A few days ago Republicans were not going to vote for an extension of the unemployment funding if there was not an associated revenue offset to pay for it. That's gone, so the deficit is going up. The Democrats claimed they would not back an extension of the tax cuts for people that earned over $200,000 for individuals and $250,000 for joint returns claiming this would add $900 billion toward debt reduction. That's gone so the deficit is going up.
Continue reading Serious Money: Washington Compromise Stinks, but Here Are Some Stocks to Look At
The market is down and the headlines
are blaming Cisco Systems (CSCO
), in part because they reported tepid earnings and somber growth projections. This once again underscores the fact that stock prices are always determined at the margins. Most folks could care less, and this is reflected by the big silent yawn of the majority of investors.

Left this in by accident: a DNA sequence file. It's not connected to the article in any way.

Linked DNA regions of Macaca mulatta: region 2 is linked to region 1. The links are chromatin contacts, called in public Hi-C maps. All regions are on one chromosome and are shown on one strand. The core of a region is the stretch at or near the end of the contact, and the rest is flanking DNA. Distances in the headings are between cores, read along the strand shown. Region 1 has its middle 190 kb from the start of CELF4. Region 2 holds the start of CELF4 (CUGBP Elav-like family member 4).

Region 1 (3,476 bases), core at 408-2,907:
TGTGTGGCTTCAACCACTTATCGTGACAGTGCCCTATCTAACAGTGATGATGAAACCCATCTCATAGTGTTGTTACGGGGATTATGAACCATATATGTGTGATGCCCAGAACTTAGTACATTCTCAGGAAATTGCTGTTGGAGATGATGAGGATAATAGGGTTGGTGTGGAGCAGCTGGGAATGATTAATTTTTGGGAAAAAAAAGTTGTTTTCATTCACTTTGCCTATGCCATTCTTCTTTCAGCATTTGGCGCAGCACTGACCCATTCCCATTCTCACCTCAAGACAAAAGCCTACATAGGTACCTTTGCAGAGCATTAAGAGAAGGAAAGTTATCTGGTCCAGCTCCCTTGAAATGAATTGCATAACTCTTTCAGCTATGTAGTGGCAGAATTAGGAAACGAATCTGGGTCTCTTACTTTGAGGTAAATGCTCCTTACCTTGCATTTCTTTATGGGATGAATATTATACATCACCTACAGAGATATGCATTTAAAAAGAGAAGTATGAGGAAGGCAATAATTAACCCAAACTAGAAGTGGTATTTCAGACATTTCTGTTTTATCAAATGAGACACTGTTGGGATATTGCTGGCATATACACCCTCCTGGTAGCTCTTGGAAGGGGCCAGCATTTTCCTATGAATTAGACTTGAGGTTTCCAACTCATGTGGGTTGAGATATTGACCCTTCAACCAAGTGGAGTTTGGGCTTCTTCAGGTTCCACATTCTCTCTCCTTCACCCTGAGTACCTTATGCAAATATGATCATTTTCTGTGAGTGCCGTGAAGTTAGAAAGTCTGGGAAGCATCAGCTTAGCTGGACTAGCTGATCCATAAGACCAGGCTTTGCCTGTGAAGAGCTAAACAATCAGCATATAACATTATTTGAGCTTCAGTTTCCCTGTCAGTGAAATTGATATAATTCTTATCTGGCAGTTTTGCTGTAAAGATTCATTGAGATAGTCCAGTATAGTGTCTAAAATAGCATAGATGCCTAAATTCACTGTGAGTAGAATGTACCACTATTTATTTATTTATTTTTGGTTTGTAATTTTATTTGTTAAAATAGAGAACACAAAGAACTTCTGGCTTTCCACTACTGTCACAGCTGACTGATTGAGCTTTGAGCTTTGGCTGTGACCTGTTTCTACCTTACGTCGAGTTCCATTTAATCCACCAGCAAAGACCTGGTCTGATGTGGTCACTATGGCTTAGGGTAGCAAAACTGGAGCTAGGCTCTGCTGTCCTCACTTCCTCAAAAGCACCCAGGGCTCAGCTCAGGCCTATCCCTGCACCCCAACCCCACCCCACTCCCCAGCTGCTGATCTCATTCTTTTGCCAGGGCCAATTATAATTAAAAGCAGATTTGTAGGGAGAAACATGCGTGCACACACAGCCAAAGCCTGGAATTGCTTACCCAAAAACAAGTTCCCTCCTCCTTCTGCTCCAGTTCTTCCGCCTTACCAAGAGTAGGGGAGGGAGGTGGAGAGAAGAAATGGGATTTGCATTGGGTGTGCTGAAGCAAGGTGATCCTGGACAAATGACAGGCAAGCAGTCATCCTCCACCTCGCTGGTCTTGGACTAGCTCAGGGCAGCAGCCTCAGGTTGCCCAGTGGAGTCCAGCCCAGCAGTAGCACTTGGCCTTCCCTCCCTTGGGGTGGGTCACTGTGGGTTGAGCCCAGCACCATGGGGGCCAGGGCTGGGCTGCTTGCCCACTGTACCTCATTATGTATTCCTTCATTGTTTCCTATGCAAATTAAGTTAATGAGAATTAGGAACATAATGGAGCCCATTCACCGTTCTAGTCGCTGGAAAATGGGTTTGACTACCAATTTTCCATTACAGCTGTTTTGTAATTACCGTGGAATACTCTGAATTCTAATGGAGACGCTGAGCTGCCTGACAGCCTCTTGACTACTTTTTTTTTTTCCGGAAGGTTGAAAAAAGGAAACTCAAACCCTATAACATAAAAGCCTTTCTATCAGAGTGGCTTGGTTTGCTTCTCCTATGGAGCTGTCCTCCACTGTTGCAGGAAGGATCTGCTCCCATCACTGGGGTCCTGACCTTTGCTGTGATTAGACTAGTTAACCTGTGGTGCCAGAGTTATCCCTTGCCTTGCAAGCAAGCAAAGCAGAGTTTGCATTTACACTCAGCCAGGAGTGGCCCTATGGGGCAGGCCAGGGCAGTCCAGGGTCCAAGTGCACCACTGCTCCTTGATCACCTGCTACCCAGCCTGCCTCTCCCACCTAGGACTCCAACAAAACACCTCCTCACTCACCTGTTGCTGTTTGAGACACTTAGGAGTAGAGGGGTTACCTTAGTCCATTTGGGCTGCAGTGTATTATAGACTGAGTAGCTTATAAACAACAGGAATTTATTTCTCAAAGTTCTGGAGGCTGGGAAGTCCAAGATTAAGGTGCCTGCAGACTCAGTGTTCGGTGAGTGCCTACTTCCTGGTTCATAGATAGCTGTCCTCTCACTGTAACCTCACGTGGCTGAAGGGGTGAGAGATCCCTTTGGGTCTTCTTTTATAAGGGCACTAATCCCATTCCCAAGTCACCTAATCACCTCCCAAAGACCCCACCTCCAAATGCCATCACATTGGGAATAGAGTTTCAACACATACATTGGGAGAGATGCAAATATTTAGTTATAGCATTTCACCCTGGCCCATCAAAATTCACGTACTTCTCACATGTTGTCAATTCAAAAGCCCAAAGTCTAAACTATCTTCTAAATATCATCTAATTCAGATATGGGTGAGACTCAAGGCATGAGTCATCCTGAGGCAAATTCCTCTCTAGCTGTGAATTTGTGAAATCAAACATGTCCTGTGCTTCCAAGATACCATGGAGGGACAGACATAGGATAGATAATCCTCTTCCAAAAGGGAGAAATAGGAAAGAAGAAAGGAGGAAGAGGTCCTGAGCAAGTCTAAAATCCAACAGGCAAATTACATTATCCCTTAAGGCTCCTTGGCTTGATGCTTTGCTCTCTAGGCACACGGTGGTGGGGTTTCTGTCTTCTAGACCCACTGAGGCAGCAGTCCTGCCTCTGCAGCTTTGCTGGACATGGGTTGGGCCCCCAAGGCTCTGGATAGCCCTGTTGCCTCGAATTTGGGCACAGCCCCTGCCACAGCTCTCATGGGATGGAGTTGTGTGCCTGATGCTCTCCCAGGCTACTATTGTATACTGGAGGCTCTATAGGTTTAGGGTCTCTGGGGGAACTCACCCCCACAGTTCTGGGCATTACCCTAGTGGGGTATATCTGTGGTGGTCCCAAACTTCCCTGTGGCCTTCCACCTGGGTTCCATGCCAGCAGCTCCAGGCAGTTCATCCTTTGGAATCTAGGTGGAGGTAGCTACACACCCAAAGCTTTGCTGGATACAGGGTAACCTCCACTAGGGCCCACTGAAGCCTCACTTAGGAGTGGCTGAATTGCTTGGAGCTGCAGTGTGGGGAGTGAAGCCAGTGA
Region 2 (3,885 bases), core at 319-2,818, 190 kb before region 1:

Cisco is not the bell-weather it has been in the past. Some of its business is down because there are more alternatives from competitors, "the cloud" keeps growing, and also many products have become commodities.
There are many other companies I would consider better measures of how the economy is doing.
Continue reading Chasing Value: Cisco Shmisco -- It's Nothing
Steve Jobs, the illustrious CEO and the heart and soul of Apple Inc. (AAPL
) would have you believe that Apple cannot issue a dividend to shareholders because of the scary competitive business environment. He conveys to us that they need the money to overcome hardship and if the right opportunity comes along make key acquisitions.
This is utter nonsense, a supreme untruth, wasted breadth and a failure to come to grips with reality. In the past quarter Apple increased its cash and short term investments to $50 billion as I wrote it would
six weeks ago.
Apple currently has 914 million outstanding shares. With the stock trading around $300 per share, a 2% dividend yield would require $6 per share or, $5.5 billion dollars annually to cover the distribution.
Continue reading Chasing Value: Apple Does Not Need $50 Billion
Since the early spring, when the government announced it would start selling its shares of Citigroup, Inc. (C